Perhaps I should begin by saying that I am not speaking for Central Baptist Theological Seminary. Only our president, Matt Morrell, has the right to do that. My goal is not to articulate policy or to represent the institution.

What I am doing is reflecting upon the difference that I see between the Central Seminary of today and the Central Seminary to which I came over twenty-five years ago. The differences are significant. They are shaping the direction of our school. And, for the most part, they are unavoidable.

To be clear, the differences are not theological. The board, administration, and faculty at Central Seminary still hold the same principles and distinctives that we always have. We are Baptists without apology. We are fundamentalists and separatists. We are cessationists with respect to the miraculous gifts. We are young-earth, solar-day creationists. We are complementarians. We are dispensationalists, committed to both premillennialism and pretribulationism. We teach expository preaching and progressive sanctification. These statements apply to all of us. None of that has changed and I hope that none of it ever will.

Nevertheless, we are changing. I see those changes reflected in three primary areas. These are accreditation, demographics, and delivery.

When I became a professor at the beginning of 1998, Central Seminary was not accredited. One of the reasons I was brought in was because the school wanted to go after accreditation, and my degrees would help to secure it. For the next six or seven years we examined different options, finally deciding to work toward accreditation with the Transnational Association of Christian Colleges and Schools (TRACS). Once we started the process, we took three or four years to achieve accredited status. It was a major undertaking, and one in which we had to create many processes and procedures for the institution.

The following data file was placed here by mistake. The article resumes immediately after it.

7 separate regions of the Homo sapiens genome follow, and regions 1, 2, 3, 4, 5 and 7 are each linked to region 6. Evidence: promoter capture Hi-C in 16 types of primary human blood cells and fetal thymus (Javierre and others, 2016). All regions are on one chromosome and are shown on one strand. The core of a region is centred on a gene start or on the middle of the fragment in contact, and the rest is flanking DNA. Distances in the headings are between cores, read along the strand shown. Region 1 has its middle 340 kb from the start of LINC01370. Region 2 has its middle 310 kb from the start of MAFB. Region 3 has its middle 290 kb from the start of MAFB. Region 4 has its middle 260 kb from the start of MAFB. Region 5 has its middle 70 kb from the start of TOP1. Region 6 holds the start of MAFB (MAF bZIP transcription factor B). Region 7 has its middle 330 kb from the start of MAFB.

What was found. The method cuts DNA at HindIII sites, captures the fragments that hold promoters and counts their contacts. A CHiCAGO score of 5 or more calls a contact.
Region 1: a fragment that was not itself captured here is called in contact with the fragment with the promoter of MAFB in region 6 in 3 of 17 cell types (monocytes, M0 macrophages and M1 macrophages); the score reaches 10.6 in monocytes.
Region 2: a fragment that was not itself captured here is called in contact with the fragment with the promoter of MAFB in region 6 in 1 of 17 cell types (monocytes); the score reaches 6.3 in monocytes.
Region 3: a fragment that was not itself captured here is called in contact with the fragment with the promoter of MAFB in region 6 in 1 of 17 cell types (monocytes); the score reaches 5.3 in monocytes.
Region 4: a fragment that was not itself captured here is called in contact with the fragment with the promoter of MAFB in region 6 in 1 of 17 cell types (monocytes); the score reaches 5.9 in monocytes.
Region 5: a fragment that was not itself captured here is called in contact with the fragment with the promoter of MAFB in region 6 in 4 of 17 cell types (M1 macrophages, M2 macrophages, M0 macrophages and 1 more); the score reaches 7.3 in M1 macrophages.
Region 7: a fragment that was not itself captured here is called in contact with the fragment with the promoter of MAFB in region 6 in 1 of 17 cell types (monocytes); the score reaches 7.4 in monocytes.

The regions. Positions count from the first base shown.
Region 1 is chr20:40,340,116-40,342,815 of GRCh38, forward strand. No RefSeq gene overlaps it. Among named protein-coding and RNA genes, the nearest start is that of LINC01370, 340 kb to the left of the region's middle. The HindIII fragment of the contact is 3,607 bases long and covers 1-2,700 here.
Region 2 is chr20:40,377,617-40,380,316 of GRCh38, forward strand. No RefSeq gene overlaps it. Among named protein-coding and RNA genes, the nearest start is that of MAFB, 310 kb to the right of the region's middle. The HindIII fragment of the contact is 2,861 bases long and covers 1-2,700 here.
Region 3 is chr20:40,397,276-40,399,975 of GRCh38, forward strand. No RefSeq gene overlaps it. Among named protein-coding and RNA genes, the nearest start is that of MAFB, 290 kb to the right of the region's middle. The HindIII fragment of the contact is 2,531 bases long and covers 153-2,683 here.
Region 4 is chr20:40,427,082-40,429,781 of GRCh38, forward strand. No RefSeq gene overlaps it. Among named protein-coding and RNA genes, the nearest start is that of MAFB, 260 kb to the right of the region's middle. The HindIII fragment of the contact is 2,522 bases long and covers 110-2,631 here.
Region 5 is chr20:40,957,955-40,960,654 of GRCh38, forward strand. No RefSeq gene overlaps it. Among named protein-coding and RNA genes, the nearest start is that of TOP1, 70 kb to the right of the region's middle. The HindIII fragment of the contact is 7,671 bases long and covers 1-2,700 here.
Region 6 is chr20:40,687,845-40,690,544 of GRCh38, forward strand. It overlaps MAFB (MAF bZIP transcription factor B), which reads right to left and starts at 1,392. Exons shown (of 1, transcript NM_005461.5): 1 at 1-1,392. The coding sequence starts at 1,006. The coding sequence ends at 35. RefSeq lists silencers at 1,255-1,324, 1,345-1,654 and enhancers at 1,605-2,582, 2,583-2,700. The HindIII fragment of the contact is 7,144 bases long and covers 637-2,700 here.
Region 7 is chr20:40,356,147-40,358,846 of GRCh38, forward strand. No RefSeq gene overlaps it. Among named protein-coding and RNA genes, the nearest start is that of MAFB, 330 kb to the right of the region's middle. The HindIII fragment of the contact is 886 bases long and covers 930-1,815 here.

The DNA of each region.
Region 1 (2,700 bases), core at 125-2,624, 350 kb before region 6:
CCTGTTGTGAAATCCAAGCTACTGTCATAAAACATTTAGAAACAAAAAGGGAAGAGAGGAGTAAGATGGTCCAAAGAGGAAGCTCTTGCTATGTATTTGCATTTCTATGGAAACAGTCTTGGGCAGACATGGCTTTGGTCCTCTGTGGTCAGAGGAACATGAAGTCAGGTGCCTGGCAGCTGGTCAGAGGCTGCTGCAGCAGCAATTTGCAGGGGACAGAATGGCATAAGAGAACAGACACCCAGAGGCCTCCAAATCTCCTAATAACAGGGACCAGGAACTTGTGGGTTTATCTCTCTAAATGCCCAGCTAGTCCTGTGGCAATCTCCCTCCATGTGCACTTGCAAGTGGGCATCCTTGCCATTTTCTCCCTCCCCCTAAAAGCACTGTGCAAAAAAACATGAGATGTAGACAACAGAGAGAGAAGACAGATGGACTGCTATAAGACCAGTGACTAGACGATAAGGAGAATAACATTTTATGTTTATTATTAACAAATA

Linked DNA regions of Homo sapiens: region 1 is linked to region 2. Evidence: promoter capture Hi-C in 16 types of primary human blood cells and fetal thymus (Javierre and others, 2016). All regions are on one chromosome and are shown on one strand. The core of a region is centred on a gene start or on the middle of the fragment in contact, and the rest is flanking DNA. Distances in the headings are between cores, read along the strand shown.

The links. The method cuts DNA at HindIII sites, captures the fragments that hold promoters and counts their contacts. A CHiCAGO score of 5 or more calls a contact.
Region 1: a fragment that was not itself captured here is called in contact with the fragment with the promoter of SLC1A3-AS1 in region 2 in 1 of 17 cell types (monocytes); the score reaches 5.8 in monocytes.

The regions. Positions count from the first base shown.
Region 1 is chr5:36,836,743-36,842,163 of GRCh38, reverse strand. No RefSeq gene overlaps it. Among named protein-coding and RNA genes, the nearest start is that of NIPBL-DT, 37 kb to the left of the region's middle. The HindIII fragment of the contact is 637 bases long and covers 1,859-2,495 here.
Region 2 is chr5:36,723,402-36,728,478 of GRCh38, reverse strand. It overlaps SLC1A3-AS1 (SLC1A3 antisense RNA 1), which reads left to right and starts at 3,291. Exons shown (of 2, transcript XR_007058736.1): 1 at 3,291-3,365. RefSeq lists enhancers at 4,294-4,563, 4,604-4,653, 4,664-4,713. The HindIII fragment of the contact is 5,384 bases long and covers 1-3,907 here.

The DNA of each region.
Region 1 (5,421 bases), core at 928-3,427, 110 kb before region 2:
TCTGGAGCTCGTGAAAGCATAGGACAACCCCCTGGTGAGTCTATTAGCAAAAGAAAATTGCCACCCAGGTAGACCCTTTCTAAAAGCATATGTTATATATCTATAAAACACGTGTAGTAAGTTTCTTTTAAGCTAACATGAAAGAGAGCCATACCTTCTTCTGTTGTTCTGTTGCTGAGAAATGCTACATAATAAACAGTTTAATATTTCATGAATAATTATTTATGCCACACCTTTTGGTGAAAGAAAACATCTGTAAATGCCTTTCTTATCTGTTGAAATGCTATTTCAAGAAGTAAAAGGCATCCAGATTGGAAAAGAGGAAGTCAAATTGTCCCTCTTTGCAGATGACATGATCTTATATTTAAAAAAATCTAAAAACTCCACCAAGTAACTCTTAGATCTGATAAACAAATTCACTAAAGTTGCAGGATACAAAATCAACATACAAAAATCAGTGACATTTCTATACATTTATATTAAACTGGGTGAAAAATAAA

Seven or eight years ago, we decided to work with the Association of Theological Schools (ATS). We acknowledge our indebtedness to TRACS, but ATS is the standard accrediting body for theological seminaries, and degrees accredited by ATS are more widely recognized. We are now coming up on our first reaffirmation with ATS. When we have completed our self-study and been reaffirmed, we should not have to do another for a decade. Among other things, that means that this accreditation cycle is the last I am likely to see.